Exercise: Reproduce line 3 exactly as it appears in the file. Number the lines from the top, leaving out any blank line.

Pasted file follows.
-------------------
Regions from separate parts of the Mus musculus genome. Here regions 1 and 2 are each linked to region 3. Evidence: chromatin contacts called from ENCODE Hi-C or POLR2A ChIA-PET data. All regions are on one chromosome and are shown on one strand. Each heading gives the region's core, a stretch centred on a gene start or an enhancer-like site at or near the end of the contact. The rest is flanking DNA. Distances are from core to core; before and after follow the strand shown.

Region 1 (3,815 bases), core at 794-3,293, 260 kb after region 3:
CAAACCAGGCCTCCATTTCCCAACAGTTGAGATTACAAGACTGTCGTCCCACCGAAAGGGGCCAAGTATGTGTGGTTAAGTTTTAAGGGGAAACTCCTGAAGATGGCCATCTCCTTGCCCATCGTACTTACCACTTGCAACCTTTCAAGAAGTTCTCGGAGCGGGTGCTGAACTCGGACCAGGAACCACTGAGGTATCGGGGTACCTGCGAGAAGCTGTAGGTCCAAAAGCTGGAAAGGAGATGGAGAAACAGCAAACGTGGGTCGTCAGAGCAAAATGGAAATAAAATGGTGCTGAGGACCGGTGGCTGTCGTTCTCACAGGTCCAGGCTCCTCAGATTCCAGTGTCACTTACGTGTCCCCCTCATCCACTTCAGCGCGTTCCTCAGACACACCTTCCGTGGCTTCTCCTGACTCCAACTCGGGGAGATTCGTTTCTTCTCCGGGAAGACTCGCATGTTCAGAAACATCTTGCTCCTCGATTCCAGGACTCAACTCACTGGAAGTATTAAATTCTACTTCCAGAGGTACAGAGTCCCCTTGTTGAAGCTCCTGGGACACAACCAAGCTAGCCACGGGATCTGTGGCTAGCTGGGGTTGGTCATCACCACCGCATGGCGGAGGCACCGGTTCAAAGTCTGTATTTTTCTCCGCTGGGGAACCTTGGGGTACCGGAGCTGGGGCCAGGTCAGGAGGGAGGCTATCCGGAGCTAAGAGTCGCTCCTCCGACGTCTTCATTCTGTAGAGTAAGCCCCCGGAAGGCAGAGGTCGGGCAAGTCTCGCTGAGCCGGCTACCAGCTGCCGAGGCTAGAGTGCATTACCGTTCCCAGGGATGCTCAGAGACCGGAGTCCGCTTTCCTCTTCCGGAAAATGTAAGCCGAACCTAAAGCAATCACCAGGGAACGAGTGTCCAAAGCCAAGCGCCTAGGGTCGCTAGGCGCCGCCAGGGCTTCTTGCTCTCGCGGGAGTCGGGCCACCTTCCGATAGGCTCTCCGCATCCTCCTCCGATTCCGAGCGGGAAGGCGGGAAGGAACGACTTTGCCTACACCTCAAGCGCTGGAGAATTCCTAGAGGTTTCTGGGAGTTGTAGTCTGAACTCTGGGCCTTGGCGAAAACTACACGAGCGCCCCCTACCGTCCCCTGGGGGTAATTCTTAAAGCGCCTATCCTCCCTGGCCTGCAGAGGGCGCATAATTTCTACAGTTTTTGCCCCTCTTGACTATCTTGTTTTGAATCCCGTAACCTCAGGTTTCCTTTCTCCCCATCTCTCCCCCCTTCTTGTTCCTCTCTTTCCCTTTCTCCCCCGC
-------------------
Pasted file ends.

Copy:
CAAACCAGGCCTCCATTTCCCAACAGTTGAGATTACAAGACTGTCGTCCCACCGAAAGGGGCCAAGTATGTGTGGTTAAGTTTTAAGGGGAAACTCCTGAAGATGGCCATCTCCTTGCCCATCGTACTTACCACTTGCAACCTTTCAAGAAGTTCTCGGAGCGGGTGCTGAACTCGGACCAGGAACCACTGAGGTATCGGGGTACCTGCGAGAAGCTGTAGGTCCAAAAGCTGGAAAGGAGATGGAGAAACAGCAAACGTGGGTCGTCAGAGCAAAATGGAAATAAAATGGTGCTGAGGACCGGTGGCTGTCGTTCTCACAGGTCCAGGCTCCTCAGATTCCAGTGTCACTTACGTGTCCCCCTCATCCACTTCAGCGCGTTCCTCAGACACACCTTCCGTGGCTTCTCCTGACTCCAACTCGGGGAGATTCGTTTCTTCTCCGGGAAGACTCGCATGTTCAGAAACATCTTGCTCCTCGATTCCAGGACTCAACTCACTGGAAGTATTAAATTCTACTTCCAGAGGTACAGAGTCCCCTTGTTGAAGCTCCTGGGACACAACCAAGCTAGCCACGGGATCTGTGGCTAGCTGGGGTTGGTCATCACCACCGCATGGCGGAGGCACCGGTTCAAAGTCTGTATTTTTCTCCGCTGGGGAACCTTGGGGTACCGGAGCTGGGGCCAGGTCAGGAGGGAGGCTATCCGGAGCTAAGAGTCGCTCCTCCGACGTCTTCATTCTGTAGAGTAAGCCCCCGGAAGGCAGAGGTCGGGCAAGTCTCGCTGAGCCGGCTACCAGCTGCCGAGGCTAGAGTGCATTACCGTTCCCAGGGATGCTCAGAGACCGGAGTCCGCTTTCCTCTTCCGGAAAATGTAAGCCGAACCTAAAGCAATCACCAGGGAACGAGTGTCCAAAGCCAAGCGCCTAGGGTCGCTAGGCGCCGCCAGGGCTTCTTGCTCTCGCGGGAGTCGGGCCACCTTCCGATAGGCTCTCCGCATCCTCCTCCGATTCCGAGCGGGAAGGCGGGAAGGAACGACTTTGCCTACACCTCAAGCGCTGGAGAATTCCTAGAGGTTTCTGGGAGTTGTAGTCTGAACTCTGGGCCTTGGCGAAAACTACACGAGCGCCCCCTACCGTCCCCTGGGGGTAATTCTTAAAGCGCCTATCCTCCCTGGCCTGCAGAGGGCGCATAATTTCTACAGTTTTTGCCCCTCTTGACTATCTTGTTTTGAATCCCGTAACCTCAGGTTTCCTTTCTCCCCATCTCTCCCCCCTTCTTGTTCCTCTCTTTCCCTTTCTCCCCCGC